Players, Protests, and the PL: Supporting those taking a stand

PADERBORN, GERMANY - MAY 31: Jadon Sancho of Borussia Dortmund celebrates scoring his teams second goal of the game with a 'Justice for George Floyd' shirt during the Bundesliga match between SC Paderborn 07 and Borussia Dortmund at Benteler Arena on May 31, 2020 in Paderborn, Germany. (Photo by Lars Baron/Getty Images)
PADERBORN, GERMANY - MAY 31: Jadon Sancho of Borussia Dortmund celebrates scoring his teams second goal of the game with a 'Justice for George Floyd' shirt during the Bundesliga match between SC Paderborn 07 and Borussia Dortmund at Benteler Arena on May 31, 2020 in Paderborn, Germany. (Photo by Lars Baron/Getty Images) /

The murder of George Floyd at the hands of the Minneapolis police has sparked protests across the globe in response to systemic racism and injustice. The Premier League needs to ensure players have every right to use their global stage to join in once games resume.

On May 25th, 2020, in Minneapolis, Minnesota, George Floyd had his neck pressed for eight minutes and forty-six seconds by a police officer, while Floyd laid face-down on the ground, handcuffed. Floyd died due to asphyxiation, the latest in a long line of black victims of police brutality.

Pushed to the breaking point by years of excessive force and violence from the police, and a deeply oppressive, ingrained system that has exacerbated the pain and suffering brought forth by COVID-19, protests have broken out, not just in the United States, but all over the world.

These protests are demanding justice, equality, and a focus on ending the systemic racism that has plagued society since the days of the slave trade. Some police and politicians across America have responded with tear gas, vitriol, and violence.

In the midst of it all, there has been an outpouring of support for the protesters from the footballing community in Europe, particularly from people of colour, many of whom have been targeted by racist abuse in the past, and have had to scratch and claw their way to the top through systems that are designed to keep them down.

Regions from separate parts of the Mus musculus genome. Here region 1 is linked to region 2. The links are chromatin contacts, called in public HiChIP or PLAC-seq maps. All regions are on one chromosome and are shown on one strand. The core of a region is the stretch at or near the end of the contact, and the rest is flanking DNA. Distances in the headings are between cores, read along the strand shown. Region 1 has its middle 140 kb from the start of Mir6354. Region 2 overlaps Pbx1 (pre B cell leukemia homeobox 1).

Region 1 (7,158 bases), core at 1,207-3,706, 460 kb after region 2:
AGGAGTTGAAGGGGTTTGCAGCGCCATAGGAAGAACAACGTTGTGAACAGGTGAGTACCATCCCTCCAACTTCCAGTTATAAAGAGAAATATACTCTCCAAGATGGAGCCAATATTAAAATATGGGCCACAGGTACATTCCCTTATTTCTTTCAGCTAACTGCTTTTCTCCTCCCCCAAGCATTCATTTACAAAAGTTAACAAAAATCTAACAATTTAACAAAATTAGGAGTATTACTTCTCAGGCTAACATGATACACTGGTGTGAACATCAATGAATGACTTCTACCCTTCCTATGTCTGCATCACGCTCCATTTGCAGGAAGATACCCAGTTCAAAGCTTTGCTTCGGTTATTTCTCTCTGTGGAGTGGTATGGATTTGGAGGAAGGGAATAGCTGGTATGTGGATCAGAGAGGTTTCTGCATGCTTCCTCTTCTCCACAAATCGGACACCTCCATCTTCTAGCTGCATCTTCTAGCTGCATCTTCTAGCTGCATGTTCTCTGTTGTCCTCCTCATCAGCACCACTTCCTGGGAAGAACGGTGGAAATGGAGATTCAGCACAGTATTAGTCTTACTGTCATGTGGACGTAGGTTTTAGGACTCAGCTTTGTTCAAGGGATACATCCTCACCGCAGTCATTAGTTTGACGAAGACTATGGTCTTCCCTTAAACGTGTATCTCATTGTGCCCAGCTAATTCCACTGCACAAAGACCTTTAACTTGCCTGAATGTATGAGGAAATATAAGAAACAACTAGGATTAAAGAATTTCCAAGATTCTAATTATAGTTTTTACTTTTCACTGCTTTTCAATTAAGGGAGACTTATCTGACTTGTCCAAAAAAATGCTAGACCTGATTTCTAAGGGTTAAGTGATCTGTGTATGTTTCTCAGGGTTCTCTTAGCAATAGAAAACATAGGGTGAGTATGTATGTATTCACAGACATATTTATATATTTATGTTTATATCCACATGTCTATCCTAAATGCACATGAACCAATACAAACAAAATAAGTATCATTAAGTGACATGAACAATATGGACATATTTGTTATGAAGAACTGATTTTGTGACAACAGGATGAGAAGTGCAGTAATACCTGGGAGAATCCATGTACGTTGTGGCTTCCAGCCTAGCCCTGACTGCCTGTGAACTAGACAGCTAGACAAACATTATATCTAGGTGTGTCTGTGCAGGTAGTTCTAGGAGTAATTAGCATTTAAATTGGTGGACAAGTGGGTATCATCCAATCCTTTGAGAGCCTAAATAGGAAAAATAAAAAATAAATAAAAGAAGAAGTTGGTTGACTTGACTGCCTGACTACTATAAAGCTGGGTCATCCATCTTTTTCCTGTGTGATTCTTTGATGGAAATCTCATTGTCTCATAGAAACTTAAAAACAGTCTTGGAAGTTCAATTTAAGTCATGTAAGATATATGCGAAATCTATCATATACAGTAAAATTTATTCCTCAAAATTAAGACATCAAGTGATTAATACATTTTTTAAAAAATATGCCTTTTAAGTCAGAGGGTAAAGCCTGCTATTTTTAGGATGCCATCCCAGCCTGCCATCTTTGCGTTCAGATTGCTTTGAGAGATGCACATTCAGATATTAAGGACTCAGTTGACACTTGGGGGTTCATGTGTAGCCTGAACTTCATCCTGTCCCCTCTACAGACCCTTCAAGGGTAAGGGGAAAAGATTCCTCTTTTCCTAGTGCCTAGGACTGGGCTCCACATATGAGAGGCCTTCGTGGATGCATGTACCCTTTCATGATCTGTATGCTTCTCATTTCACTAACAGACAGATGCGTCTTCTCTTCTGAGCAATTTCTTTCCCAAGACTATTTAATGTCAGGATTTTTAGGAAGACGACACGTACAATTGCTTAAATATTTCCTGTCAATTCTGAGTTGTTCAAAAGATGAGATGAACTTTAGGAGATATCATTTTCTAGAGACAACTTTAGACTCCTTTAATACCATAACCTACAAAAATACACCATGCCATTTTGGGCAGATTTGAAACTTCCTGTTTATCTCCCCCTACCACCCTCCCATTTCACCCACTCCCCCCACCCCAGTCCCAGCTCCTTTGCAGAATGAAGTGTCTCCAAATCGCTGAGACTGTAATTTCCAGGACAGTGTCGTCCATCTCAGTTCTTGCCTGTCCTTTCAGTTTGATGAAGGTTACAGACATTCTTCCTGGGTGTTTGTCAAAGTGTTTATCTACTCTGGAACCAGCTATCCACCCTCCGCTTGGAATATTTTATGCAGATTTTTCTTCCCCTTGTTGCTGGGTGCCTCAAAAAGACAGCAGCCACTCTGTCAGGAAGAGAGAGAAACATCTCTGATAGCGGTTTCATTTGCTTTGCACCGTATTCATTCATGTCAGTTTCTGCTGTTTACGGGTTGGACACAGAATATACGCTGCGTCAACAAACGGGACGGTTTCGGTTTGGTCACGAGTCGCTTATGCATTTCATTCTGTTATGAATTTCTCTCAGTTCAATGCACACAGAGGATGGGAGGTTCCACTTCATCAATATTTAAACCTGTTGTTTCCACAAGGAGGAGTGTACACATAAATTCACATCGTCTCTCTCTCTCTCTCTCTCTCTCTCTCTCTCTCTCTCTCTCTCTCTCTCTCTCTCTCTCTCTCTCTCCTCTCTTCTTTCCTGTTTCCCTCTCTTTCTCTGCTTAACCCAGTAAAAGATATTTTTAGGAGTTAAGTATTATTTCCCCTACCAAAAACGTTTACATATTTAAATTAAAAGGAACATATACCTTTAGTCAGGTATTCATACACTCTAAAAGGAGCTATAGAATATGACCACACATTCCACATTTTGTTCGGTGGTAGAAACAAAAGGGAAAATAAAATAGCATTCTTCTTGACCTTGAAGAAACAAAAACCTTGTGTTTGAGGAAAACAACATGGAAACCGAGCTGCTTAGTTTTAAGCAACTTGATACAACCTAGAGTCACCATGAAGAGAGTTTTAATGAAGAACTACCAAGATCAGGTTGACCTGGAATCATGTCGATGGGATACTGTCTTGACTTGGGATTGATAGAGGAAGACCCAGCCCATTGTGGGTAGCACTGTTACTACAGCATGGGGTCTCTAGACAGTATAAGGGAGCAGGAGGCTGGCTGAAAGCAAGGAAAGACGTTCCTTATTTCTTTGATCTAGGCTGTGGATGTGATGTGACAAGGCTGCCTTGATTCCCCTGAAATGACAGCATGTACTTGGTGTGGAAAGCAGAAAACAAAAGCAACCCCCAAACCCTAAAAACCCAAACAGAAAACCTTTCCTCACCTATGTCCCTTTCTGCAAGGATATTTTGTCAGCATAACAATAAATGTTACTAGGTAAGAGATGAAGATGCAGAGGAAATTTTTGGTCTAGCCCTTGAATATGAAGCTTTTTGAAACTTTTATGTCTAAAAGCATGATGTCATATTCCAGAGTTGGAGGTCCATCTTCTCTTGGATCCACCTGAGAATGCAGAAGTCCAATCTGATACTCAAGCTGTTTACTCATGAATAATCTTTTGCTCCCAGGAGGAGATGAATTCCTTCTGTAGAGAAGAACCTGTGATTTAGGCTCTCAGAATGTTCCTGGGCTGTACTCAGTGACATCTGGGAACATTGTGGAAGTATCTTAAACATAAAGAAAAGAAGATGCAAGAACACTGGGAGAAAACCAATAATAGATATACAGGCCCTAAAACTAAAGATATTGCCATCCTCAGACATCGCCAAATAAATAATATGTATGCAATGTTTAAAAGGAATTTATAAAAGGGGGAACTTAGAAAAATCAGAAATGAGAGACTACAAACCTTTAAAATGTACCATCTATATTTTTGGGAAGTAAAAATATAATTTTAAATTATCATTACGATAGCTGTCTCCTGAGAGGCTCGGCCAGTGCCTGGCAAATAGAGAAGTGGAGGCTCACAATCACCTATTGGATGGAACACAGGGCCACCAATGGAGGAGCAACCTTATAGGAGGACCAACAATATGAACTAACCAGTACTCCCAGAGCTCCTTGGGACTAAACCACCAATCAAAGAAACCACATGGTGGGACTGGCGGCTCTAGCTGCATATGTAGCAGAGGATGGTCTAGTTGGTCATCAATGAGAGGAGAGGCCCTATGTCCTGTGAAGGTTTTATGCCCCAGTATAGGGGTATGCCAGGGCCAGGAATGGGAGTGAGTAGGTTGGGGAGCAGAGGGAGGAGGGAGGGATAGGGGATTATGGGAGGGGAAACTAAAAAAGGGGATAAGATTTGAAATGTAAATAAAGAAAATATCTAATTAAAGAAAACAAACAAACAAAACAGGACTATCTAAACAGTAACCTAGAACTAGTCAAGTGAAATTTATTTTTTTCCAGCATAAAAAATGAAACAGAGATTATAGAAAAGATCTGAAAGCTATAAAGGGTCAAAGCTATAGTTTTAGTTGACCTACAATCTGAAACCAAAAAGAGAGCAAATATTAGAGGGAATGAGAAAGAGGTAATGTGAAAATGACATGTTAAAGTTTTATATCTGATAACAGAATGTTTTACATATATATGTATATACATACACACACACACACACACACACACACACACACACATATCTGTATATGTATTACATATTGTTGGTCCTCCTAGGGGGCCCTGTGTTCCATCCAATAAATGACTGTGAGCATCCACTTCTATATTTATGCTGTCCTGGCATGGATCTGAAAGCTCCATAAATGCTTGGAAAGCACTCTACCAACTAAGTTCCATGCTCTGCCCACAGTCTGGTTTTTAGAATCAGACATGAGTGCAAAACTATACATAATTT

Some teams have kneeled in solidarity with the “Black Lives Matter” movement as they return to contact training, while others have seen players post individual messages condemning the violence and racism faced by black men and women from every walk of life, and voicing their support for those on the streets, exercising their right to protest.

However, their reach will be magnified when the Premier League returns on June 17th.

The Bundesliga’s Protest

As it is doing with Project Restart, the Bundesliga is providing a template for the Premier League on how players can protest, and how the FA should deal with them. Over the last weekend, several Bundesliga players used their platform to speak out against the injustice faced by the black community.

Borussia Dortmund players Jadon Sancho and Achraf Hakimi wore shirts bearing the phrase “Justice For George Floyd”. After scoring, Mönchengladbach forward Marcus Thuram took a knee, a form of peaceful protest popularised by former NFL quarterback, Colin Kaepernick. Weston McKennie wore an armband with Floyd’s name on it.

In a move that is uncommon in the world of football and player protests, the DFB decided not to punish players for on-field protests related to Floyd’s death, releasing the following statement: